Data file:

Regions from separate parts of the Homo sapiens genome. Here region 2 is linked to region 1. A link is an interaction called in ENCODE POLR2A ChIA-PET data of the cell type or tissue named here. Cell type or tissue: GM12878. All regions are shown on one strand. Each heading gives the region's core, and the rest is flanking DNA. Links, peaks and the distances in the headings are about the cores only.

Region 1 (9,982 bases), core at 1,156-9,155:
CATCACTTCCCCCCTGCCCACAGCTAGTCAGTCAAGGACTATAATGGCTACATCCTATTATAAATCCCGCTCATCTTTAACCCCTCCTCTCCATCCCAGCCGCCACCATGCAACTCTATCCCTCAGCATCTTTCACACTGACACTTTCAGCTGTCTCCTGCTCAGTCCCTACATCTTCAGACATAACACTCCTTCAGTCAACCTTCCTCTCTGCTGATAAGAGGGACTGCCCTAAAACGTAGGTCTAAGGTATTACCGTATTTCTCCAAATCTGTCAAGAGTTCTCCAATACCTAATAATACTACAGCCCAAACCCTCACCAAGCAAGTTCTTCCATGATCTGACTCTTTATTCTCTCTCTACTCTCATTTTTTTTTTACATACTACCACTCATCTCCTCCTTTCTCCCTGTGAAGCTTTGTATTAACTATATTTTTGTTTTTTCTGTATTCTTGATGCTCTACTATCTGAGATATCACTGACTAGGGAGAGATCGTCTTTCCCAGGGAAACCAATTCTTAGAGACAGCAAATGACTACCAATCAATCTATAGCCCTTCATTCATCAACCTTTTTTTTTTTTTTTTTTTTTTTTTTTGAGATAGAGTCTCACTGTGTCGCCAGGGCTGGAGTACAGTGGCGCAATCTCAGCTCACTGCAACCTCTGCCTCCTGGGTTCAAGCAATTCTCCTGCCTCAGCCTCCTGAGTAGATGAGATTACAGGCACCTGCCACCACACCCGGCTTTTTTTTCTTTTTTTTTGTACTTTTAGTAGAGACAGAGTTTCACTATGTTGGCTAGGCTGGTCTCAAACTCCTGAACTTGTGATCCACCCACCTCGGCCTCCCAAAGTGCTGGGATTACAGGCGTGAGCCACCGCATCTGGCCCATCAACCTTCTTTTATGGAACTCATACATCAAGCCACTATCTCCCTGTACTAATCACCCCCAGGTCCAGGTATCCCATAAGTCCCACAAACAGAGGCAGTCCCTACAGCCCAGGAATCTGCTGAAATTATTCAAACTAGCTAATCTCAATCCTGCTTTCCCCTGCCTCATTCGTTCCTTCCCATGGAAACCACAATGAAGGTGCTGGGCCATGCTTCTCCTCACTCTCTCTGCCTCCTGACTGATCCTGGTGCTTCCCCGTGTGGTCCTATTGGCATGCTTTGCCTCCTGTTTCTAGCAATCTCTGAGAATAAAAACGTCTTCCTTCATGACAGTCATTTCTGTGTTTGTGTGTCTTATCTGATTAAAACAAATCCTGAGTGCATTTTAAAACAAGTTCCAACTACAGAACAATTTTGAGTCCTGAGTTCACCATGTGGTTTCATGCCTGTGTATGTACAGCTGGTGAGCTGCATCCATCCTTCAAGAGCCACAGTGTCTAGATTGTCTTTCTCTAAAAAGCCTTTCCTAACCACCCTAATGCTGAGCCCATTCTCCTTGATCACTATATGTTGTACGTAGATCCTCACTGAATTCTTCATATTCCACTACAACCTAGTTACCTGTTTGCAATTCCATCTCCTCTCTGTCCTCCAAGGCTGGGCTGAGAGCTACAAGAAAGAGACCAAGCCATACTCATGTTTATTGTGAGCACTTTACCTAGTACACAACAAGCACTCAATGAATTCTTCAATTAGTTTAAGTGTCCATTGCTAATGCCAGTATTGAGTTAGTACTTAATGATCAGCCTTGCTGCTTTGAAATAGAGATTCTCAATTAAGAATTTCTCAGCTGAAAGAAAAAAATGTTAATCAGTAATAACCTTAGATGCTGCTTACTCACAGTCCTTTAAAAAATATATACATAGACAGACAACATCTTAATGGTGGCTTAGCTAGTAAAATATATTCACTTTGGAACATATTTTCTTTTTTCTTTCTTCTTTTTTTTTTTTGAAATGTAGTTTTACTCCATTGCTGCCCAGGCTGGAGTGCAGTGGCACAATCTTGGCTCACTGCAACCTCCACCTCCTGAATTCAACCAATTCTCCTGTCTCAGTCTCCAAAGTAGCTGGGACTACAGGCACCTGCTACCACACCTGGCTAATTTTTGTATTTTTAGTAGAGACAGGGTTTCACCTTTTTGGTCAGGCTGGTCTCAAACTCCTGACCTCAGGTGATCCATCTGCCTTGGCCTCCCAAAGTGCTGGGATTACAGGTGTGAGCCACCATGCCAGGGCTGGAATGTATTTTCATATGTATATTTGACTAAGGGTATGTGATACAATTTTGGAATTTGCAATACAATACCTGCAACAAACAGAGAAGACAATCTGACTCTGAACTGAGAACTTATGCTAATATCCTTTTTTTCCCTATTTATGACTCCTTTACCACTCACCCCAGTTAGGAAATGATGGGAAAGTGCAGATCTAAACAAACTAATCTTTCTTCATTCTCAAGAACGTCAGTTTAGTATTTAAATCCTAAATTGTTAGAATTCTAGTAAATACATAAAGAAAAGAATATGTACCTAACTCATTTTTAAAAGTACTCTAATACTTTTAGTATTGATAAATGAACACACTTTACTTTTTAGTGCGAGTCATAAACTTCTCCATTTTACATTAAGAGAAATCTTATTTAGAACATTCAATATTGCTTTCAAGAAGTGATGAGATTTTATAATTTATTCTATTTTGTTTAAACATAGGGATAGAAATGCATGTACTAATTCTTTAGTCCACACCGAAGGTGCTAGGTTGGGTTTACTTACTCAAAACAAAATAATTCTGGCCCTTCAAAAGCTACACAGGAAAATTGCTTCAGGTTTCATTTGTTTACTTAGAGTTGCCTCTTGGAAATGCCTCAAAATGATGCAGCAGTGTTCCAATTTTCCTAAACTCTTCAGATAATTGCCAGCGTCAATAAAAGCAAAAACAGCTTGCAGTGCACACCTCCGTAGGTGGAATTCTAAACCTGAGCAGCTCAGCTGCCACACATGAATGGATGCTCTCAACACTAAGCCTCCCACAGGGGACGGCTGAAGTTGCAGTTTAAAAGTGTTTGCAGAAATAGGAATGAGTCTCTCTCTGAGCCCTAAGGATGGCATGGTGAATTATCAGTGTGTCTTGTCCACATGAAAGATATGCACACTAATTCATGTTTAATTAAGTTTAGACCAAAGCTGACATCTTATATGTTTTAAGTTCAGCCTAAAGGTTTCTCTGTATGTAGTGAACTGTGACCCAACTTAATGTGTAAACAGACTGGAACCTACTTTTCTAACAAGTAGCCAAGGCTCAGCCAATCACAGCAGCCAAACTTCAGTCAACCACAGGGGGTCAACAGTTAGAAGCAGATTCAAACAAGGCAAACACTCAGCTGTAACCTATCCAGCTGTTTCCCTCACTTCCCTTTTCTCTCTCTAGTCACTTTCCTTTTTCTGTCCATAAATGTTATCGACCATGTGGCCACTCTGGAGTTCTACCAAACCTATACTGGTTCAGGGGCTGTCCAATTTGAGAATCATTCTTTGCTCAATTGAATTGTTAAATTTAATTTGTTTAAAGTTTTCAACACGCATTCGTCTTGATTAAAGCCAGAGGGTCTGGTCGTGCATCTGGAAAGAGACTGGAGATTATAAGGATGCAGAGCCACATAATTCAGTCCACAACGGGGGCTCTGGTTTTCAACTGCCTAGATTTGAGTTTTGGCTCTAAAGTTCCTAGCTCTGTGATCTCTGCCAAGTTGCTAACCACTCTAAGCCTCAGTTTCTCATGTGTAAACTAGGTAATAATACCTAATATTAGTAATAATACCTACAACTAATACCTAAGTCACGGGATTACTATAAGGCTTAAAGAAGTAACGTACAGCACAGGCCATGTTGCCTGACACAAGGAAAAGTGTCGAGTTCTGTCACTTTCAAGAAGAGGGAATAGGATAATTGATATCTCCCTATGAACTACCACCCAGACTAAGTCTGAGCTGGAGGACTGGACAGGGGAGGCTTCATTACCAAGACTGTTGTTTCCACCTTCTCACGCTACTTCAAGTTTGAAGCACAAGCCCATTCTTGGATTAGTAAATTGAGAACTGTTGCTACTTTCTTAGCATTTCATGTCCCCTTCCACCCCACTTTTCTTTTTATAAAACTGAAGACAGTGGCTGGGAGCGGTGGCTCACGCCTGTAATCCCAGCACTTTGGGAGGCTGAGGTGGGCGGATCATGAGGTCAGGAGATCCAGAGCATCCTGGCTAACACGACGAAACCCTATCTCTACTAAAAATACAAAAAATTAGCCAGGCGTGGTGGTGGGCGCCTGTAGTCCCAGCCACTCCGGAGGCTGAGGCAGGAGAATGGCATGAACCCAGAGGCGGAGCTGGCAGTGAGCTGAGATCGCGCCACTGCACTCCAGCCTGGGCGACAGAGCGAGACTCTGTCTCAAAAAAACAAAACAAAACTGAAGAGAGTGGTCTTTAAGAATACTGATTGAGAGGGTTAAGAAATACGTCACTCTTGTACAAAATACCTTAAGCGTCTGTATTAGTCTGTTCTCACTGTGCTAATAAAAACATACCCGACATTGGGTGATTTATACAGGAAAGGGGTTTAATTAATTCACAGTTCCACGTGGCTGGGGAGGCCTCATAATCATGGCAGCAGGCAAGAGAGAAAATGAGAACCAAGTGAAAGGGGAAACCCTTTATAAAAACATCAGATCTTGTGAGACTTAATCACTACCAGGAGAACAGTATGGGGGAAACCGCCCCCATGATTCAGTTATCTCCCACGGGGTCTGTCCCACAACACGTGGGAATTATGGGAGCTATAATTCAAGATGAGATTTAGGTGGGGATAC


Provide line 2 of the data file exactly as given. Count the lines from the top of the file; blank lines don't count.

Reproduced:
Region 1 (9,982 bases), core at 1,156-9,155: